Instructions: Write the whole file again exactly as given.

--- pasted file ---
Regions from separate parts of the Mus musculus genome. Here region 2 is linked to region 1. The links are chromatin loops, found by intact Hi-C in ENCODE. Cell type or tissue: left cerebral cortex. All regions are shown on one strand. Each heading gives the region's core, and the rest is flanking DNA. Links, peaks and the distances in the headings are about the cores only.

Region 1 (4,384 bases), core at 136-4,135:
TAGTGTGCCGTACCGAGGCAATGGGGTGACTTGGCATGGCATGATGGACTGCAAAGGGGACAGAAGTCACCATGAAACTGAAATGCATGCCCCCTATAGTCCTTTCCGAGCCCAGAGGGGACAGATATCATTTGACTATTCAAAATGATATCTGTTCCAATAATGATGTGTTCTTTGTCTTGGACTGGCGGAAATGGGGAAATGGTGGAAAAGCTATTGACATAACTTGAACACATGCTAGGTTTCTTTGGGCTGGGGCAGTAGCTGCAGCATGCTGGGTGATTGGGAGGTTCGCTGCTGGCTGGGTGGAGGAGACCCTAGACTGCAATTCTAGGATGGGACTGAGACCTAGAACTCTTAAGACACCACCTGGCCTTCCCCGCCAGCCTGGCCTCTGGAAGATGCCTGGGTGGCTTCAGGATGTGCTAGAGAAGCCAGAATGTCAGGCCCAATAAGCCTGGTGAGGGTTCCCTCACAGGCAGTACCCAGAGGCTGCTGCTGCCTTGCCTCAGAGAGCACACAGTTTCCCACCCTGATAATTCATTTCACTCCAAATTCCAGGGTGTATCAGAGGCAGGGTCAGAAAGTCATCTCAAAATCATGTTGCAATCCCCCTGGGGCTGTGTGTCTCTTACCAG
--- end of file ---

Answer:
Regions from separate parts of the Mus musculus genome. Here region 2 is linked to region 1. The links are chromatin loops, found by intact Hi-C in ENCODE. Cell type or tissue: left cerebral cortex. All regions are shown on one strand. Each heading gives the region's core, and the rest is flanking DNA. Links, peaks and the distances in the headings are about the cores only.

Region 1 (4,384 bases), core at 136-4,135:
TAGTGTGCCGTACCGAGGCAATGGGGTGACTTGGCATGGCATGATGGACTGCAAAGGGGACAGAAGTCACCATGAAACTGAAATGCATGCCCCCTATAGTCCTTTCCGAGCCCAGAGGGGACAGATATCATTTGACTATTCAAAATGATATCTGTTCCAATAATGATGTGTTCTTTGTCTTGGACTGGCGGAAATGGGGAAATGGTGGAAAAGCTATTGACATAACTTGAACACATGCTAGGTTTCTTTGGGCTGGGGCAGTAGCTGCAGCATGCTGGGTGATTGGGAGGTTCGCTGCTGGCTGGGTGGAGGAGACCCTAGACTGCAATTCTAGGATGGGACTGAGACCTAGAACTCTTAAGACACCACCTGGCCTTCCCCGCCAGCCTGGCCTCTGGAAGATGCCTGGGTGGCTTCAGGATGTGCTAGAGAAGCCAGAATGTCAGGCCCAATAAGCCTGGTGAGGGTTCCCTCACAGGCAGTACCCAGAGGCTGCTGCTGCCTTGCCTCAGAGAGCACACAGTTTCCCACCCTGATAATTCATTTCACTCCAAATTCCAGGGTGTATCAGAGGCAGGGTCAGAAAGTCATCTCAAAATCATGTTGCAATCCCCCTGGGGCTGTGTGTCTCTTACCAG